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OJC enters Chinese Market with Aldi


Published 09-MAY-2023 10:15 A.M.


11 minute read

Disclosure: S3 Consortium Pty Ltd (the Company) and Associated Entities own 1,810,715 OJC shares and the Company’s staff own 17,857 OJC shares at the time of publication. The Company has been engaged by OJC to share our commentary on the progress of our Investment in OJC over time.

New name, new chairman, new country, new deal.

Our small cap beverage manufacturing company has a new name and stock ticker:

The Original Juice Company (OJC)

The company was formerly known as The Food Revolution Group (ASX:FOD).

OJC has been working on a business turnaround since we Invested in early 2021.

Today, OJC announced that it had signed a deal with Aldi China to sell its juice products.

This is the first step on what we hope is a long and fruitful (get it) venture into the broader region.

OJC has been entirely focused on the smaller Australian market, selling its juice products in Coles and Woolworths.

But today marks the first foray into a bigger market, and bigger opportunity for the company.

Aldi has been in China since 2017, with 27 stores in Shanghai as of June 2022.

Aldi is looking to grow this number twenty-fold, with reports saying that Aldi is striving to install a further 500 to 600 stores in Shanghai by the end of 2022.

We think that Aldi is an excellent partner for OJC to get its foot into the Chinese market, as it is an established international brand looking to grow its footprint in the region.

The appetite for juice consumption is growing in China with the changing economics and demographics of the country.

As more people move into the middle class and become more health conscious they are likely to seek out products like juice - especially products with 100% Australian ingredients.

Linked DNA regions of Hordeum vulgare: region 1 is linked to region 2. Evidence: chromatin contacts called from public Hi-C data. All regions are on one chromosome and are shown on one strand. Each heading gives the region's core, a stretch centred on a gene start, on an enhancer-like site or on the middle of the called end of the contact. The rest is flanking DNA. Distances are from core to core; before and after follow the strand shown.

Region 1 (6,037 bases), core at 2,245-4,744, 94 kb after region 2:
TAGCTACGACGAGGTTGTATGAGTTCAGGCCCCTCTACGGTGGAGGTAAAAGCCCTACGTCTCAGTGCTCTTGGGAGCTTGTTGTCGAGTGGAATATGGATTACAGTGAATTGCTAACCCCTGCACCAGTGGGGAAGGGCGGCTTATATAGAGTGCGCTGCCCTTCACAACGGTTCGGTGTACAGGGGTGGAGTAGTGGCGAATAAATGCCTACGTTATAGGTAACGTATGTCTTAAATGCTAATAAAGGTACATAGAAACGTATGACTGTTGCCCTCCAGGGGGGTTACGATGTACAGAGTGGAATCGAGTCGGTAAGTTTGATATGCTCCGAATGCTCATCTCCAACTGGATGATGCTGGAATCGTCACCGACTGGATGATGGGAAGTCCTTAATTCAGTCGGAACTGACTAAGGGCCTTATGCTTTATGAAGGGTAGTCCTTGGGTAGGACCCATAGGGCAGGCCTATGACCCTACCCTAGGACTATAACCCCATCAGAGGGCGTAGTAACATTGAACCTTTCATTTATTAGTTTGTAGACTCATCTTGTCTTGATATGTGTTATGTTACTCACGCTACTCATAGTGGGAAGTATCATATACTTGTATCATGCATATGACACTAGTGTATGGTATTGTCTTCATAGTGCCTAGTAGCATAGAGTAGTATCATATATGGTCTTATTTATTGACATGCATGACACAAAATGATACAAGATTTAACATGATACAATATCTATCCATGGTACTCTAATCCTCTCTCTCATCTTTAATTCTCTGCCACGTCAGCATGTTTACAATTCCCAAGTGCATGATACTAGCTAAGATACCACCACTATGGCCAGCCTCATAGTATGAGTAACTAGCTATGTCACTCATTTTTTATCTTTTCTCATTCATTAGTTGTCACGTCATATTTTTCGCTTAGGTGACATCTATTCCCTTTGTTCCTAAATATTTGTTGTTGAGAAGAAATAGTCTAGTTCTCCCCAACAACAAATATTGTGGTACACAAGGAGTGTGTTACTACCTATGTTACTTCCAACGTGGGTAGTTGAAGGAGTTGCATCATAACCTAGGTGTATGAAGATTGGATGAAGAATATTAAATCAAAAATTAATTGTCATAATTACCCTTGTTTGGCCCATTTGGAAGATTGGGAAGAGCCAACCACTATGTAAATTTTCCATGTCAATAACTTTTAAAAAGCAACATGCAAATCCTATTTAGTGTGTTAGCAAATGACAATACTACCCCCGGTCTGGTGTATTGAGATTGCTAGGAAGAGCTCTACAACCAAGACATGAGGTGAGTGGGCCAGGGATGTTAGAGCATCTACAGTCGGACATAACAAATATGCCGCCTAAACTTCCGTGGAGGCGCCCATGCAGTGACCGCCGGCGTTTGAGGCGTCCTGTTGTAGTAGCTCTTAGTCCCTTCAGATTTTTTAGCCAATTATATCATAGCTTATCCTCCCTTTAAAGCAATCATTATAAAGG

Australian products are generally viewed as high quality by Chinese consumers, and Australian juice should resonate with them given recent consumer trends.

These trends are reflected in the growing revenue from juices sales in Asia, which are projected to grow ~4% year on year and could hit nearly 60% in total growth from 2014 through to 2027.

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The ASX is familiar with China growth stories, companies like Treasury Wine Estates, Capilano Honey and A2 Milk each saw their share prices go exponential off the back of sales into China.

Entering a country where the population is 1.4 billion (almost 60x Australia’s population) can be game changing for a company, if the product resonates.

If OJC can capture just a small fraction of the juice market in China, it could mean millions of extra sales each year.

It is difficult to know which brands and products resonate with customers in a new market, but if OJC’s products take off in China, the upside potential is big.

However, if OJC’s products don’t gain traction in the region the company may be squeezed out by the competition.

It’s important to note that the Aldi China deal is initially small in terms of immediate revenue (two containers a month), but what it does provide is OJC a foothold into the region with an internationally recognised brand looking to grow its presence.

The juice will be sold under the private label “urban eaters” and include orange juice, apple juice and mixed green juice.

OJC currently makes its revenue by selling its popular juice based products into major supermarkets like Coles and Woolworths in Australia.

The company has been executing on its Fix → Reset → Grow strategy since we first Invested in Mach 2021.

There has been a lot of work done on the “Fix” and “Reset” stages, with former Victorial Premier Jeff Kennett coming on board as chairman earlier this year, and the company achieving multiple quarters of operating cash flow positive.

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There have been some indications of “Growth” from OJC, with new product developments and year on year sales increase, however this deal with Aldi China marks the first step towards international expansion and is a big milestone for the company.

OJC originally flagged Chinese expansion before 2020 and it has been a long time coming for investors.

OJC has been following the Fix → Reset → Grow trajectory, ensuring that costs were down and cash flow sustainable before pursuing international growth.

It’s taken some time, but I think we think that the turnaround strategy is finally starting to bear fruit (okay we’ll stop).

This brings us to our “Big Bet” for OJC:

Our Big Bet

“OJC executes on a growth strategy (international export) that sees the company grow to $300M valuation and $100M+ annual revenue”